Argumentation – or “Engaging in Argument from Evidence” – is one of the Science and Engineering Practices we should be embedding into our regular instruction as a way for students to develop a strong understanding of science content. But there are more ways to involve students in this Science and Engineering Practice than many teachers realize. Argumentation is more than just writing C-E-Rs.
In fact, if you haven’t checked out the following blog posts about argumentation, you definitely need to head over there ASAP!
Have you read these?
Just to review — “argumentation is the process of forming explanations, and explanations are the final product.” As such, argumentation is about diving into the data and using reason to draw out conclusions. Typically, in our classes, we ask students to construct claims and find evidence and argue that evidence. We don’t often have students consider and evaluate the claims and evidence of other students or scientists. Yet this is a key part of argumentation, and in fact, it builds student’s ability to develop their own arguments.
Using scientific texts is a great way to engage students in so many Science and Engineering Practices — Asking Questions and Designing Solutions, Planning and Carrying Out Investigations, Analyzing and Interpreting Data, and of course, Engaging In Argument From Evidence.
Literacy is an important science skill that we should all be included in our instruction. (Not sure how to do this? Check out this blog post!)
Using Scientific Texts To Develop Argumentation Practices
Using scientific texts that discuss “hotbed” issues is a great way to tie literacy and argumentation together. In my Organisms and Their Environments unit, my students investigate the impacts of resource availability on organisms. They spend some time understanding the water cycle, and then they extend their understanding to issues related to water availability and human populations.
Specifically, in Water Wars In The Mojave, my students examine two texts that present the same issue from different perspectives. First, students identify the argument presented by the author and outline the evidence provided to support their argument. This can be a challenging skill, but it still only the base level. At the middle and high school grades, students need to be able to compare and critique different arguments and the evidence provided for each. They need to recognize that when anyone is arguing anything, the evidence they provide might not be the full picture.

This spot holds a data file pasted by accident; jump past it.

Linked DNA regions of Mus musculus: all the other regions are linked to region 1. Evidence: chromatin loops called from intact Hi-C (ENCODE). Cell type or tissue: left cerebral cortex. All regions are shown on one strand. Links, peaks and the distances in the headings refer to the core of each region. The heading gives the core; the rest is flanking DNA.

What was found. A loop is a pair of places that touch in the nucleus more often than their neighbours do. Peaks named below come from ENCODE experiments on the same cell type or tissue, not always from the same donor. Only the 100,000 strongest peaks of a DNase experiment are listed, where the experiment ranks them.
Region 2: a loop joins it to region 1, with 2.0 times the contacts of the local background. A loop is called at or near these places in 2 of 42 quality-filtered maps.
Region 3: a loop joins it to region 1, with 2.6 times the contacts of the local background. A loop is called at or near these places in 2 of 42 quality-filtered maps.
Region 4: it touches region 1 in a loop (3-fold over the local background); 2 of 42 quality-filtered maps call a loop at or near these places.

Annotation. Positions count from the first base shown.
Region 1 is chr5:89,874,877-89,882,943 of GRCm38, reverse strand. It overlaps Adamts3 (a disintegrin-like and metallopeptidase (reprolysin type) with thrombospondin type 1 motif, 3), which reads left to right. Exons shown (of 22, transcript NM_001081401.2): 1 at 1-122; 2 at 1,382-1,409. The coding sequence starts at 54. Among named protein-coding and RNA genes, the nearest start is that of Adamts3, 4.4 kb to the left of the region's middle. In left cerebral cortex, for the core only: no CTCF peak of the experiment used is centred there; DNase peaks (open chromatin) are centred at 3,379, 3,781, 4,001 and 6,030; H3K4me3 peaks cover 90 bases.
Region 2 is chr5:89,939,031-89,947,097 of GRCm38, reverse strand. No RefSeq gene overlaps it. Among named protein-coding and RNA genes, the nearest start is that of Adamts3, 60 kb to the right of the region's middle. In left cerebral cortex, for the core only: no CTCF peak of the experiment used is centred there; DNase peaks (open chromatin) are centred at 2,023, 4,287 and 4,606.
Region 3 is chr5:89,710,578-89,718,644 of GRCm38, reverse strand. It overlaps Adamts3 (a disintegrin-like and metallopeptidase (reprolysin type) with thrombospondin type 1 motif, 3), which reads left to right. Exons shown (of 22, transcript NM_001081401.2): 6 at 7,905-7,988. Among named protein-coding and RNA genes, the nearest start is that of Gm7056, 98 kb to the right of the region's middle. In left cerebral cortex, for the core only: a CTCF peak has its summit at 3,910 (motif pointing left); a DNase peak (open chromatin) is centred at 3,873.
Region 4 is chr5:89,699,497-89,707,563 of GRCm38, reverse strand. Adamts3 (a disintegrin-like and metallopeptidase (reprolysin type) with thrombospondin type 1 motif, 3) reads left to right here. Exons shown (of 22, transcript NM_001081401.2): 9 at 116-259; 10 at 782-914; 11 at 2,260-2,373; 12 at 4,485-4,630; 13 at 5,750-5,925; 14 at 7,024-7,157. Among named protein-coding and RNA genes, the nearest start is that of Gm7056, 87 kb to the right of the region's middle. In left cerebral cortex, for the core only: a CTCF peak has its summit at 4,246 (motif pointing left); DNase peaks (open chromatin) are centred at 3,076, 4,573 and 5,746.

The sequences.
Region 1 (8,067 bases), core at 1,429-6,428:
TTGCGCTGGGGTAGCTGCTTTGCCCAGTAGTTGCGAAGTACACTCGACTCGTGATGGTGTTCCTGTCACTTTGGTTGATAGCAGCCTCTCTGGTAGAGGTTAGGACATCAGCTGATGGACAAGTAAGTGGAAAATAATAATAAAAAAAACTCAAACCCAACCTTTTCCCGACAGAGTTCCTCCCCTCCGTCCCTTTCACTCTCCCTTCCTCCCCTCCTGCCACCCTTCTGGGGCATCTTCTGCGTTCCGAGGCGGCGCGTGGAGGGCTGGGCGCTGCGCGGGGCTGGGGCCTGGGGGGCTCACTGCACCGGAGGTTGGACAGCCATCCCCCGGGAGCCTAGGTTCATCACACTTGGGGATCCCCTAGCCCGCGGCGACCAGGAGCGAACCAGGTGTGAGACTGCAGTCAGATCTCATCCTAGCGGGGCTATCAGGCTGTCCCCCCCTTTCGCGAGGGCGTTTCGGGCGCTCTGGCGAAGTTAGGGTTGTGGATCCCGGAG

After examining both texts, students answer questions like, “What is missing from the discussion?” “What questions are not addressed in each article?” “What evidence was not presented in each text?”
It is interesting to see how students own opinions on issues develop and sometimes change based on the articles they read and the order they read them in. Incorporating activities like this both builds literacy skills while also helping to develop argumentation practices. Students are forming a stronger understanding of the ideas of relevant and sufficient evidence; they are discovering how even data and evidence can be manipulated. And when you choose a “big issue” with real-world repercussions for real people, students can see the role of science in society as well. Water Wars In The Mojave does just that.
While this was just a snapshot of one way to integrate literacy skills while practicing argumentation, I hope it’s given you a few ideas to get started. The links below provide some additional resources for finding and using scientific texts in your classroom.
Resources For Science Texts
If you are looking for resources for science texts, check out these sites: